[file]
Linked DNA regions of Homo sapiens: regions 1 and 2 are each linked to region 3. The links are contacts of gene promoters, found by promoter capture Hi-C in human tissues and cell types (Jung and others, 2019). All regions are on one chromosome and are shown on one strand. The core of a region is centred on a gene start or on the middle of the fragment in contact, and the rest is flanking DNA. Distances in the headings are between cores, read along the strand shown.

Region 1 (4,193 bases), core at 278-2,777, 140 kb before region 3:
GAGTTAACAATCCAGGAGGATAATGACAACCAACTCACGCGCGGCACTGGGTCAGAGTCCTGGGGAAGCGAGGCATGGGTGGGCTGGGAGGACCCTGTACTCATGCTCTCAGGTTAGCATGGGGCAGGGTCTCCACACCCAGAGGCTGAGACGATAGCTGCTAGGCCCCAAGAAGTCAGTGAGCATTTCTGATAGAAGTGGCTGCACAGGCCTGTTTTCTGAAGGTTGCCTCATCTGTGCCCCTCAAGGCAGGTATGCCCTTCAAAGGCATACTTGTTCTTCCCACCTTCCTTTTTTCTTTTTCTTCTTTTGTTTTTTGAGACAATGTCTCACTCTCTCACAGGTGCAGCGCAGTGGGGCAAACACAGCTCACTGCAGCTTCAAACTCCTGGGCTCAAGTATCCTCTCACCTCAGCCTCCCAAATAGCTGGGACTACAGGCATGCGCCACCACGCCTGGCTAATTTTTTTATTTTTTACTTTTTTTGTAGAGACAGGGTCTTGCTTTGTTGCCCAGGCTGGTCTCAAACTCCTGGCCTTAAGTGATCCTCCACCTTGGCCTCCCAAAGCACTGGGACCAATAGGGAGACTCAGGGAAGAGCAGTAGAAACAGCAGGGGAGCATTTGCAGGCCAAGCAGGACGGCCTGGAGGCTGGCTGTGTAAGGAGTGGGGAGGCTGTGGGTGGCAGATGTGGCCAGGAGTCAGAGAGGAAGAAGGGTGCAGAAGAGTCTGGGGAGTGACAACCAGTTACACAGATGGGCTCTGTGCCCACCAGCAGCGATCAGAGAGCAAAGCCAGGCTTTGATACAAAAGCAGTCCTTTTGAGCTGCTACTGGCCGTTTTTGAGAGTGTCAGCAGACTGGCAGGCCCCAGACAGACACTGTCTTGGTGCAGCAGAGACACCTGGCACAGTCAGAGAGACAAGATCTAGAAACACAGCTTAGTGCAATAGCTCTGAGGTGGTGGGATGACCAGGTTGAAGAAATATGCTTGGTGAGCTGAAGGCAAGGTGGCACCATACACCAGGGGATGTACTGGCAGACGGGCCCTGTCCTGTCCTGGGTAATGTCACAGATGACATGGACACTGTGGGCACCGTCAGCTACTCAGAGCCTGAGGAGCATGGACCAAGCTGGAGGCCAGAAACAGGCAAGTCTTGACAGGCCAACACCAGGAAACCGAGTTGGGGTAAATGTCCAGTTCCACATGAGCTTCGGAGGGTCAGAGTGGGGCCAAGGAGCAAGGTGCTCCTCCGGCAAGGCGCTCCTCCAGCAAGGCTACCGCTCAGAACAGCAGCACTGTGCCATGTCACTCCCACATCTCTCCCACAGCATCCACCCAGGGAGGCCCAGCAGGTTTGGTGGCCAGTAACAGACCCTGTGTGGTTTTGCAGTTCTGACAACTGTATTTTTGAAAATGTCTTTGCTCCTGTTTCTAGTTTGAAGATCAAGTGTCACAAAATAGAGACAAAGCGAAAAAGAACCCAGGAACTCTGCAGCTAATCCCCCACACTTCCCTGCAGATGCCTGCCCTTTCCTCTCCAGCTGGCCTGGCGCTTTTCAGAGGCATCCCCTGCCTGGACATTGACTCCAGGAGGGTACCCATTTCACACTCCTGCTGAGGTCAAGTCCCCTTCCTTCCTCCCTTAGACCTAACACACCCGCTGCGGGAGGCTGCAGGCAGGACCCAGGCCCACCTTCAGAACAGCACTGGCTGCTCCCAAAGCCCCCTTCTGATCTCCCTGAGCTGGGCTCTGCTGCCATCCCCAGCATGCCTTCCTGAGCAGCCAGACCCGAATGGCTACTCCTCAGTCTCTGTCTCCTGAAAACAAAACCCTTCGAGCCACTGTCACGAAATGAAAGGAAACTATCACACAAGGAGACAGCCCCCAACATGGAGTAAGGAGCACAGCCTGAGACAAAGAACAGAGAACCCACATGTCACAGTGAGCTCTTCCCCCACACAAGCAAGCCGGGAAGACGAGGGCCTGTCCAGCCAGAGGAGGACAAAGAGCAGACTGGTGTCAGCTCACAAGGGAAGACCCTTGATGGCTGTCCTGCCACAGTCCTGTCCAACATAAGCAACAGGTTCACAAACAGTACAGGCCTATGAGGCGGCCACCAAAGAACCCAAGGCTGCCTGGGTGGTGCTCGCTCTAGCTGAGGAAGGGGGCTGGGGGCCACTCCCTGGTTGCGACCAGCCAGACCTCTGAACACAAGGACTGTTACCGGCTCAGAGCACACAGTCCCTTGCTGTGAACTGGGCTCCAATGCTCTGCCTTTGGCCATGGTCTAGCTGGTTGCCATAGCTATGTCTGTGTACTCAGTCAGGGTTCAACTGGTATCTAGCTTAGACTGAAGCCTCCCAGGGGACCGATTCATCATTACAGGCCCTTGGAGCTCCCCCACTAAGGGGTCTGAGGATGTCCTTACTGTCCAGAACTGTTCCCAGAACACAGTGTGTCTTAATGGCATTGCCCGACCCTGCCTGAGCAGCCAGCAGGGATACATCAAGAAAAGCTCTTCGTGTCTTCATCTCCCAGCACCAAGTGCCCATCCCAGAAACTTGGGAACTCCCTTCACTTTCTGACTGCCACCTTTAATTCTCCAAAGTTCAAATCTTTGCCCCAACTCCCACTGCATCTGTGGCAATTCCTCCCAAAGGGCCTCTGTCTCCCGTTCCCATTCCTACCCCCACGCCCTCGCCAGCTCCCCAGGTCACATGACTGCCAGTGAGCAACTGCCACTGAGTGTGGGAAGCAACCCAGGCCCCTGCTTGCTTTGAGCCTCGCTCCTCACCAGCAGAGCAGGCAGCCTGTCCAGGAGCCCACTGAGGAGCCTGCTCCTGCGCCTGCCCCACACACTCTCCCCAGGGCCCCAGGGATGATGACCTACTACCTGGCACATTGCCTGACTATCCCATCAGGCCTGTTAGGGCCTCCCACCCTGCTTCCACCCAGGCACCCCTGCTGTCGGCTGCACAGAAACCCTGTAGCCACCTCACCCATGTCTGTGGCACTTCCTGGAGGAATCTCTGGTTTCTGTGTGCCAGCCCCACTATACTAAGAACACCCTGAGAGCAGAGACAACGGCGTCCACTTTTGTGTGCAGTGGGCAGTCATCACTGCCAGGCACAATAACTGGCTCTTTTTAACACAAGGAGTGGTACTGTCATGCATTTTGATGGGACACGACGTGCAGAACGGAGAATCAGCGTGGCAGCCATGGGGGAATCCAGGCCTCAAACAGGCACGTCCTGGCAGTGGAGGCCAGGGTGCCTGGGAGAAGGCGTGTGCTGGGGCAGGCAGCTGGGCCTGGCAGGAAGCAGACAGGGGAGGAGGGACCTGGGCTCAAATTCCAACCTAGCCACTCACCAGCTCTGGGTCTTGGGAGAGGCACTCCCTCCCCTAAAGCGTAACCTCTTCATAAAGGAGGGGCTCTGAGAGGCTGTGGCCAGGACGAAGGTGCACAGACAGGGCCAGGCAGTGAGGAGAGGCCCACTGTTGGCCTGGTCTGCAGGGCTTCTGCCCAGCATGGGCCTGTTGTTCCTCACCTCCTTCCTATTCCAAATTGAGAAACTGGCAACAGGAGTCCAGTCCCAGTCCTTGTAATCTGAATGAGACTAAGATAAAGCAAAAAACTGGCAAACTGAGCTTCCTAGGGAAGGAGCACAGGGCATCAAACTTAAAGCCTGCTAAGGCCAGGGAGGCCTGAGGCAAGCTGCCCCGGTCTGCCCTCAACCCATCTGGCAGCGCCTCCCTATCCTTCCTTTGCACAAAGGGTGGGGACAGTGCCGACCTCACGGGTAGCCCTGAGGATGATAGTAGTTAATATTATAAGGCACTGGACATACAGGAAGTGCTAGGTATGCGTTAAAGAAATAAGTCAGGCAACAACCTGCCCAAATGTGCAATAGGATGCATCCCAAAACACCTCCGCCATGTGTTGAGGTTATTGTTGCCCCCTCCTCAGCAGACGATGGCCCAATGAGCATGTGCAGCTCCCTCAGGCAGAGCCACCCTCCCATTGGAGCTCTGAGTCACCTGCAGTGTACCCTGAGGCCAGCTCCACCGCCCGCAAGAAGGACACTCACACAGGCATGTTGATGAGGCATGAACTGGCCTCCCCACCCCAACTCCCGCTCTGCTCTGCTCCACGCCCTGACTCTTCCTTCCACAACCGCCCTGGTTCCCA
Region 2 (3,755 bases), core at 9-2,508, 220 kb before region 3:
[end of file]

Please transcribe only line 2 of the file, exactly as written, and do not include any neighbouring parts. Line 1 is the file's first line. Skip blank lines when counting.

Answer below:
Region 1 (4,193 bases), core at 278-2,777, 140 kb before region 3: